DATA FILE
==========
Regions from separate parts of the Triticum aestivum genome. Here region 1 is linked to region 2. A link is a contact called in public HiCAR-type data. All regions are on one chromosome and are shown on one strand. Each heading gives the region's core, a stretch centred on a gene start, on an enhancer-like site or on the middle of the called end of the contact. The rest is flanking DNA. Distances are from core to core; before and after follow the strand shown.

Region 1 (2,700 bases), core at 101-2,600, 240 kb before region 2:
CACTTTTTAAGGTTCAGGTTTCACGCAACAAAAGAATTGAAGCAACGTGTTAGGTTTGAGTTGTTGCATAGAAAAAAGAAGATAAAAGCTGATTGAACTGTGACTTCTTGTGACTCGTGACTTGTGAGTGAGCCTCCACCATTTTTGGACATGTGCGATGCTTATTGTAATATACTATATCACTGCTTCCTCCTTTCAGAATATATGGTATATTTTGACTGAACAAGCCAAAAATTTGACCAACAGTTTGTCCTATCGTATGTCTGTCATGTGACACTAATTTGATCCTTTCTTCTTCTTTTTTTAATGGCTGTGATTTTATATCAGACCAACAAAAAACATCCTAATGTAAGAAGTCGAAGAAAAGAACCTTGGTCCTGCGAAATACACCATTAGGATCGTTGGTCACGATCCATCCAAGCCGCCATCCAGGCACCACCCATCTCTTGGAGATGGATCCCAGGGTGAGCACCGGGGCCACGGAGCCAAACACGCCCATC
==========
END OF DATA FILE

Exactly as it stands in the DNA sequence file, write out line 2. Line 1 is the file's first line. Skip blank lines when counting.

Region 1 (2,700 bases), core at 101-2,600, 240 kb before region 2: